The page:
The Audi team became the first winner of the 24 Hours of Le Mans with a part-electric engine as Toyota suffered a crash that left driver Anthony Davidson in the hospital.
Marcel Fassler, Andre Lotterer and Benoit Treluyer took turns to drive an Audi R18 e-tron Quattro to victory, completing 378 laps of the 8.5-mile circuit in France yesterday. Davidson’s Toyota flipped over in the air for about 40 meters and smashed into a tire barrier.
Ingolstadt, Germany-based Audi, a unit of Volkswagen AG, competes at Le Mans to market its brand. The carmaker will “try to make a big deal” of winning with a hybrid even though the racing car’s rationale is to go faster, rather than save fuel like hybrid road cars, according to Quentin Spurring, who is writing a history of the race.
“You have to judge whether it’s a P.R. exercise or real advance and you have to conclude it’s a mixture of the two,” Spurring said by telephone.
Race organizer Automobile Club de L’Ouest tweaked technical rules last year to allow part-electric cars to use a boost of recouped energy from braking at the expense of a slightly smaller fuel tank. Audi’s other hybrid was one lap behind the winner and its diesel-only R18 Ultra two laps further back when the race ended yesterday.
“This is no doubt a historic victory for Audi,” Wolfgang Ullrich, the head of Audi Motorsport, said in a statement. “Audi is now the first brand to have achieved victory with a hybrid vehicle -- and right on the first run.”
The E-tron front end is powered by an electric motor that collects energy from braking via a flywheel. The rear axle is driven by a V6 diesel engine.
Audi’s pre-development unit “have in mind” using such a system for a Quattro road car, Ullrich said in a May 30 phone interview. The racing team chose the design because it helps weight distribution, Ullrich said.
Both Toyota TS030 hybrids failed to finish. One that was being driven by Davidson went air-born after it was clipped by amateur racer Piergiuseppe Perazzini’s Ferrari 458.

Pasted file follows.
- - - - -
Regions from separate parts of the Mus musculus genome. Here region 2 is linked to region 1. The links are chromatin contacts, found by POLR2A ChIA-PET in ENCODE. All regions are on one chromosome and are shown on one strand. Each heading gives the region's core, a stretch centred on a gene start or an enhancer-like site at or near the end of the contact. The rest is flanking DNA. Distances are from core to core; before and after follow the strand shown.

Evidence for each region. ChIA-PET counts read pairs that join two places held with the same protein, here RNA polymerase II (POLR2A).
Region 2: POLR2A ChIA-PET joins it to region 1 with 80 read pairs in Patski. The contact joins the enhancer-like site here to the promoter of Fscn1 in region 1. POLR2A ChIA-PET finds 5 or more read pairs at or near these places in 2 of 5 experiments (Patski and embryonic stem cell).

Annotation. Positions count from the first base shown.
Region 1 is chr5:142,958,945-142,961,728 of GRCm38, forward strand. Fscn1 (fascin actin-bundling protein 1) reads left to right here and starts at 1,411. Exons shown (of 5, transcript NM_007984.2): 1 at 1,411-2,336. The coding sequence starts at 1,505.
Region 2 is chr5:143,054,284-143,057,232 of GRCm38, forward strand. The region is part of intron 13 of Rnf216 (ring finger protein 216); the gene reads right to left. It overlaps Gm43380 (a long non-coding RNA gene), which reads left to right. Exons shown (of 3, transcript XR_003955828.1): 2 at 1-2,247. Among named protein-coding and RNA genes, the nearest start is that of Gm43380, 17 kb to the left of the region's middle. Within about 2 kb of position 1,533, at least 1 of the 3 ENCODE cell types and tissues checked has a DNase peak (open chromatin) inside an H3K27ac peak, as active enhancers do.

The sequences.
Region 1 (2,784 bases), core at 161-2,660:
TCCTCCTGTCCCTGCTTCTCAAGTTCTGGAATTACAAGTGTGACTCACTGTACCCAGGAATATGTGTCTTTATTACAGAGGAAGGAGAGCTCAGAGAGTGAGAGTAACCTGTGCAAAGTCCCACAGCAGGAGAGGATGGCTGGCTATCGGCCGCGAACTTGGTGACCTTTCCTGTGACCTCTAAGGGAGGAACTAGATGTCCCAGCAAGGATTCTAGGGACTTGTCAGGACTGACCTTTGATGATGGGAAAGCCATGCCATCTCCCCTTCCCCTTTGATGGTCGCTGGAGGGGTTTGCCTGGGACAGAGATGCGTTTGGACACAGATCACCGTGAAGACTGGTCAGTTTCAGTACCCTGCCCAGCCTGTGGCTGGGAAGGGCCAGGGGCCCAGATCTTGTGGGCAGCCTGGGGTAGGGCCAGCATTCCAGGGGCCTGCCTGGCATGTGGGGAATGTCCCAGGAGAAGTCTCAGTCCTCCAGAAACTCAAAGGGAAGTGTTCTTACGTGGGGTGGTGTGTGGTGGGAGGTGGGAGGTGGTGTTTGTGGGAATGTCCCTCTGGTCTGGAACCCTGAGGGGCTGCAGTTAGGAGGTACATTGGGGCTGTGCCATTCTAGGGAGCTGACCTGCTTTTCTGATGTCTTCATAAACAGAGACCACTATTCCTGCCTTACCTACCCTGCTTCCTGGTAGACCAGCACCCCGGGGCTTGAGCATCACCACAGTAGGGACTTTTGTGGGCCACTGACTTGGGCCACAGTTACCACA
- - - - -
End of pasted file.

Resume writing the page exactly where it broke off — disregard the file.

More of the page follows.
“I felt I was in an aeroplane out of control,” Davidson said in a Toyota statement. “I reopened my eyes and I realized I was still here, albeit in a bit of pain.”
Davidson, 33, broke two bones in his back that will take three months to heal, according to a team statement.
Overtaking was suspended for more than an hour to clear debris and repair a guardrail. At the restart, the Toyota of Kazuki Nakajima -- who’d taken over driving from Lapierre -- made contact with the Nissan DeltaWing, which went into a wall and quit the race because of the damage.
Nakajima had to stop to repair a puncture, dropping the car out of contention, and it eventually withdrew in the 11th hour because of engine failure.
The DeltaWing had taken much of the pre-race attention because of its design: It has four-inch front wheels and weighs about half the amount of other cars. The project was backed by U.S. entrepreneur Don Panoz and the 1967 Le Mans winner Dan Gurney, and the car had been running near the back after an early gearbox malfunction.
The Audi cars also had multiple accidents. Romain Dumas ploughed into a tire wall with one of the Audi diesels. The French driver ripped off the damaged front wing, jumped back in the car and nursed it to the pits with a front wheel hanging loose.
Audi teammate Marc Gene later went into the same tire barrier with the same car, and Allan McNish hit another barrier in the e-tron Quattro that finished second.